The study’s findings were grouped into two categories — issues related to specific allotments and issues related to the overall funding for the system. The study also suggested policy actions to either overhaul or reform the current system.
Kris Nordstrom, an analyst with N.C. Policy Watch, said the report does not provide strong evidence for problems with education funding in North Carolina. He said the report failed to examine the distribution of funds based on district need.
“The bigger issue is that the Program Evaluation Division was tasked with looking at the efficacy and the equity of the existing finance system, and rather than tackle that question, they instead looked at individual allotments that are not meant to be looked at on the individual basis because they are a part of the greater system of finance,” he said.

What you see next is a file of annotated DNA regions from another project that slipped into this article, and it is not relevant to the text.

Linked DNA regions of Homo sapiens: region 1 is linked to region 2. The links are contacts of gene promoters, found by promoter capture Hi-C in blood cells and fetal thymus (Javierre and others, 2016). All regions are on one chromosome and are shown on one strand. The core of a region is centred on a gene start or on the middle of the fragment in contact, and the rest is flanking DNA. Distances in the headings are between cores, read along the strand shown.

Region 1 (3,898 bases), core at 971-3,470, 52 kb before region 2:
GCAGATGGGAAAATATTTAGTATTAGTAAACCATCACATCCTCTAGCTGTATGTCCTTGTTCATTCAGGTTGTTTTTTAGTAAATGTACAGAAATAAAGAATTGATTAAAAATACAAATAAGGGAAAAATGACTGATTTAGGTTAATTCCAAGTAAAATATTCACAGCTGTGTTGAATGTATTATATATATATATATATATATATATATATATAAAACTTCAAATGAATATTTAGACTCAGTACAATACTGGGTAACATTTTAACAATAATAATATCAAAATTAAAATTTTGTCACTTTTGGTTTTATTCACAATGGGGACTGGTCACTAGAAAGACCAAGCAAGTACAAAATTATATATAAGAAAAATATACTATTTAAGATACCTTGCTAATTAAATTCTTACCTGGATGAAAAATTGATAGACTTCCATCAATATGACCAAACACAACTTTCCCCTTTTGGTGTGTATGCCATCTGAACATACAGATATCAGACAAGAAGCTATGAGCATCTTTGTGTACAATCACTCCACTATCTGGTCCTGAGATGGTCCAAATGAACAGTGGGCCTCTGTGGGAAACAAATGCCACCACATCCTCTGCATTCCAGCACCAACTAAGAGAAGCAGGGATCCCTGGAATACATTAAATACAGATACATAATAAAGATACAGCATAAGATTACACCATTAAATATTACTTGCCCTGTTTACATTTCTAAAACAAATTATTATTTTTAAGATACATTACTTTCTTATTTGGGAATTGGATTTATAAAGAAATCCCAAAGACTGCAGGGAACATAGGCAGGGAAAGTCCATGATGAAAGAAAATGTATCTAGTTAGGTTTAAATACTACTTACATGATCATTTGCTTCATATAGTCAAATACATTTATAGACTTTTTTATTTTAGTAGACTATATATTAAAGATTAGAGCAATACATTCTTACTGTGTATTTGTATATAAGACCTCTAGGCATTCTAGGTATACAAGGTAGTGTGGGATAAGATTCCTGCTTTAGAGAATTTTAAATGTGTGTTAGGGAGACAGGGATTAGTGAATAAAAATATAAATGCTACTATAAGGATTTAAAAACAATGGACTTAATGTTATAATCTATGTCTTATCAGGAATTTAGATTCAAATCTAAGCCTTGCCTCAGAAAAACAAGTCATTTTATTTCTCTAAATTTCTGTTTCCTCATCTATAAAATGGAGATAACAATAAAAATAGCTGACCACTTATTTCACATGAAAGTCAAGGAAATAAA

Sean Hamel, principal program evaluator at the Program Evaluation Division, said the division was never asked to address the adequacy of K-12 education funding, but rather to solely examine the mechanisms of the system.
Horn said the legislative committee plans to create a joint task force in response to the study.
“We will take a more deep dive than even this report recommends, and resulting in a fundamental change in how we fund education,” he said.
Representatives in the committee will present legislation in response to the study at a Dec. 12 meeting. The General Assembly would have to approve this legislation when it reconvenes in January.
Horn said he is optimistic about the direction North Carolina education is headed.
“The goal is to regain the initiative and again secure North Carolina’s place as the number one education state in the nation,” he said.